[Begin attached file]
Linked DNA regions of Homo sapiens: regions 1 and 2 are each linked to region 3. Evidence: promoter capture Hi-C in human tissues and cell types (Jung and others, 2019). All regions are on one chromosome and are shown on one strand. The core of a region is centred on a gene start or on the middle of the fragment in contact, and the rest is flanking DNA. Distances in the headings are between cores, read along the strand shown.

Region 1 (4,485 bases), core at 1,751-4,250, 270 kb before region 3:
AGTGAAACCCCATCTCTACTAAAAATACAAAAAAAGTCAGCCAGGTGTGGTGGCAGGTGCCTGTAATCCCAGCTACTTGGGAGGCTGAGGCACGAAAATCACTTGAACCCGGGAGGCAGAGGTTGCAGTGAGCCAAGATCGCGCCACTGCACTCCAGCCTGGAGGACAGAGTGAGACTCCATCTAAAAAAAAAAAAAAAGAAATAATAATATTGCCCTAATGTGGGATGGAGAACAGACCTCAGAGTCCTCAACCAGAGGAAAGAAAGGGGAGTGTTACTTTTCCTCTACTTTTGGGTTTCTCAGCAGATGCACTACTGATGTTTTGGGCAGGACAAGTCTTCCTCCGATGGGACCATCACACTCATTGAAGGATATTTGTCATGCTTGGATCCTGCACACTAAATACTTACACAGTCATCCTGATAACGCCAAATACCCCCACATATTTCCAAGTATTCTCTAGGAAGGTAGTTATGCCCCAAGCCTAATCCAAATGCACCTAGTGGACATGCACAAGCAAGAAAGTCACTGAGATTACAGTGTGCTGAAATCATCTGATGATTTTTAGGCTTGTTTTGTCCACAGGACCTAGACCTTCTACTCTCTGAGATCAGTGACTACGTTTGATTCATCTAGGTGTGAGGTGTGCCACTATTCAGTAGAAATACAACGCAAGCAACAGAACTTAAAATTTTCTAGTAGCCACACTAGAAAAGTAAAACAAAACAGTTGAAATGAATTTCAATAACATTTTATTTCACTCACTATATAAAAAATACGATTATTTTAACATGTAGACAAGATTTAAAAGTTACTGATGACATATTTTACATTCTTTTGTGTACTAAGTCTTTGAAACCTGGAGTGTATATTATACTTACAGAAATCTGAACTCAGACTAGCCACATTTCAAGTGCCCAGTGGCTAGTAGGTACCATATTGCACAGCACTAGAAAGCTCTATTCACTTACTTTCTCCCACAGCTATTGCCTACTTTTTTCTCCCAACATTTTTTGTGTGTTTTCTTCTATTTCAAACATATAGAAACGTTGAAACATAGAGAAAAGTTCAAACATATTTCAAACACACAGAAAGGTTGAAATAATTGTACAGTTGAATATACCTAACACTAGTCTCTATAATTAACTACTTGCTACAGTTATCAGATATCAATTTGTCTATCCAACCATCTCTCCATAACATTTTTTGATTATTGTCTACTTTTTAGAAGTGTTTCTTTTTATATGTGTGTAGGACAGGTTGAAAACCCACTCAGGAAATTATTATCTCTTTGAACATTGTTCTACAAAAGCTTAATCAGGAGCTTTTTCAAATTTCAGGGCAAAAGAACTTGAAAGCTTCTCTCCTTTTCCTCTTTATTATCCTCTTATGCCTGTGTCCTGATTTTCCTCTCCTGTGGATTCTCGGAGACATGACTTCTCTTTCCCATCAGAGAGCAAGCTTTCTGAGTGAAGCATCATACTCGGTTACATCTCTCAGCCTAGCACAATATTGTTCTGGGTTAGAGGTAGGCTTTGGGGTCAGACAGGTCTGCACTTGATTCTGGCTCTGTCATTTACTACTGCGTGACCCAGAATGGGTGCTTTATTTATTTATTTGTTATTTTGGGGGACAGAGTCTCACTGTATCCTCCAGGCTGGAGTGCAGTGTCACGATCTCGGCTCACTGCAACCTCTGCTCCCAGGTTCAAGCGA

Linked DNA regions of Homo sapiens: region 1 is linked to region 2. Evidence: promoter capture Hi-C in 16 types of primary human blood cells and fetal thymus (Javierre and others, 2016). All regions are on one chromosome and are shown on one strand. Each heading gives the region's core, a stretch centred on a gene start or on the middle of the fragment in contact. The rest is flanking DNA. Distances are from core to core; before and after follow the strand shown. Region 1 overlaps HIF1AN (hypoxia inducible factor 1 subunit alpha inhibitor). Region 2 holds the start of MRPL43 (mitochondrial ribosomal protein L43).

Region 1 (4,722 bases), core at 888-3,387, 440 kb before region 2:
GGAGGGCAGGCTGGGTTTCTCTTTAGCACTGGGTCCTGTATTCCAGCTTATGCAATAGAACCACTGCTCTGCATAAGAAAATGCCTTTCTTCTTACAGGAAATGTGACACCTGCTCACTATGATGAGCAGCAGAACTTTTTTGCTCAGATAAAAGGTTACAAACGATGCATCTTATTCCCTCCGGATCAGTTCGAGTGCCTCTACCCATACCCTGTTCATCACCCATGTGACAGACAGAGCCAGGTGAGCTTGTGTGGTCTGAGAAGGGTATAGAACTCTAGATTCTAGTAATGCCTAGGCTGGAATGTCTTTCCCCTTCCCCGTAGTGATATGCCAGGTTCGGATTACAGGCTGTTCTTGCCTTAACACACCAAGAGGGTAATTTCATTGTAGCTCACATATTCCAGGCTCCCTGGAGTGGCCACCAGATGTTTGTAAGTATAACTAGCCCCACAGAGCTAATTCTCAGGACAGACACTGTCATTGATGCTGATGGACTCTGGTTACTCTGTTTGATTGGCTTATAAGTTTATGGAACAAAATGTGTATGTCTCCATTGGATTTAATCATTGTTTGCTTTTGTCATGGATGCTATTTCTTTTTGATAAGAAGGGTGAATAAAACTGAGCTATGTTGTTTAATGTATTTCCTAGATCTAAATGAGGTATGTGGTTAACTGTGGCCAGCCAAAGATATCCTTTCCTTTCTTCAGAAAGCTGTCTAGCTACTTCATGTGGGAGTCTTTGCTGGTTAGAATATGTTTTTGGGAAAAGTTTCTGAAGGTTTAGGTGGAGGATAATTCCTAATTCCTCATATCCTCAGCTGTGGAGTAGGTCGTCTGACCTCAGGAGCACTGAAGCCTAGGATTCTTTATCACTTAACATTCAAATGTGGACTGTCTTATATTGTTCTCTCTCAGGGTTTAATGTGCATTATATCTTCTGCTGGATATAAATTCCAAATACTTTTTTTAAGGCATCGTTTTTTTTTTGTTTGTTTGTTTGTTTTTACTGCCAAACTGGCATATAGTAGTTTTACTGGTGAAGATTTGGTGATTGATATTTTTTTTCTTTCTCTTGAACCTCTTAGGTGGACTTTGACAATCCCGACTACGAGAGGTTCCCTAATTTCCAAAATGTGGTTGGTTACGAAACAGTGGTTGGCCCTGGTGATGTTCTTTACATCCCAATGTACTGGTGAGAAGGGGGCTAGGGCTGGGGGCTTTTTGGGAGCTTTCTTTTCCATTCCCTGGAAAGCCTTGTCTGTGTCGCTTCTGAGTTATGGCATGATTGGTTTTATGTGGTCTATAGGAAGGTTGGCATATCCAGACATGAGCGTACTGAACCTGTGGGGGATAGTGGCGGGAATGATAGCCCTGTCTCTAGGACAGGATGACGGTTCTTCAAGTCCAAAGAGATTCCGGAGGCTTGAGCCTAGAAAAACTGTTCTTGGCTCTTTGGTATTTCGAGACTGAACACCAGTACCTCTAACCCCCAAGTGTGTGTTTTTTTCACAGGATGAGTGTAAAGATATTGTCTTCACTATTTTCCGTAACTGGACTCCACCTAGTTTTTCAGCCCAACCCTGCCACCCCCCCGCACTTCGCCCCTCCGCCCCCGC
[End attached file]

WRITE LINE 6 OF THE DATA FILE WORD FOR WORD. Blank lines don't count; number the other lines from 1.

GGAGGGCAGGCTGGGTTTCTCTTTAGCACTGGGTCCTGTATTCCAGCTTATGCAATAGAACCACTGCTCTGCATAAGAAAATGCCTTTCTTCTTACAGGAAATGTGACACCTGCTCACTATGATGAGCAGCAGAACTTTTTTGCTCAGATAAAAGGTTACAAACGATGCATCTTATTCCCTCCGGATCAGTTCGAGTGCCTCTACCCATACCCTGTTCATCACCCATGTGACAGACAGAGCCAGGTGAGCTTGTGTGGTCTGAGAAGGGTATAGAACTCTAGATTCTAGTAATGCCTAGGCTGGAATGTCTTTCCCCTTCCCCGTAGTGATATGCCAGGTTCGGATTACAGGCTGTTCTTGCCTTAACACACCAAGAGGGTAATTTCATTGTAGCTCACATATTCCAGGCTCCCTGGAGTGGCCACCAGATGTTTGTAAGTATAACTAGCCCCACAGAGCTAATTCTCAGGACAGACACTGTCATTGATGCTGATGGACTCTGGTTACTCTGTTTGATTGGCTTATAAGTTTATGGAACAAAATGTGTATGTCTCCATTGGATTTAATCATTGTTTGCTTTTGTCATGGATGCTATTTCTTTTTGATAAGAAGGGTGAATAAAACTGAGCTATGTTGTTTAATGTATTTCCTAGATCTAAATGAGGTATGTGGTTAACTGTGGCCAGCCAAAGATATCCTTTCCTTTCTTCAGAAAGCTGTCTAGCTACTTCATGTGGGAGTCTTTGCTGGTTAGAATATGTTTTTGGGAAAAGTTTCTGAAGGTTTAGGTGGAGGATAATTCCTAATTCCTCATATCCTCAGCTGTGGAGTAGGTCGTCTGACCTCAGGAGCACTGAAGCCTAGGATTCTTTATCACTTAACATTCAAATGTGGACTGTCTTATATTGTTCTCTCTCAGGGTTTAATGTGCATTATATCTTCTGCTGGATATAAATTCCAAATACTTTTTTTAAGGCATCGTTTTTTTTTTGTTTGTTTGTTTGTTTTTACTGCCAAACTGGCATATAGTAGTTTTACTGGTGAAGATTTGGTGATTGATATTTTTTTTCTTTCTCTTGAACCTCTTAGGTGGACTTTGACAATCCCGACTACGAGAGGTTCCCTAATTTCCAAAATGTGGTTGGTTACGAAACAGTGGTTGGCCCTGGTGATGTTCTTTACATCCCAATGTACTGGTGAGAAGGGGGCTAGGGCTGGGGGCTTTTTGGGAGCTTTCTTTTCCATTCCCTGGAAAGCCTTGTCTGTGTCGCTTCTGAGTTATGGCATGATTGGTTTTATGTGGTCTATAGGAAGGTTGGCATATCCAGACATGAGCGTACTGAACCTGTGGGGGATAGTGGCGGGAATGATAGCCCTGTCTCTAGGACAGGATGACGGTTCTTCAAGTCCAAAGAGATTCCGGAGGCTTGAGCCTAGAAAAACTGTTCTTGGCTCTTTGGTATTTCGAGACTGAACACCAGTACCTCTAACCCCCAAGTGTGTGTTTTTTTCACAGGATGAGTGTAAAGATATTGTCTTCACTATTTTCCGTAACTGGACTCCACCTAGTTTTTCAGCCCAACCCTGCCACCCCCCCGCACTTCGCCCCTCCGCCCCCGC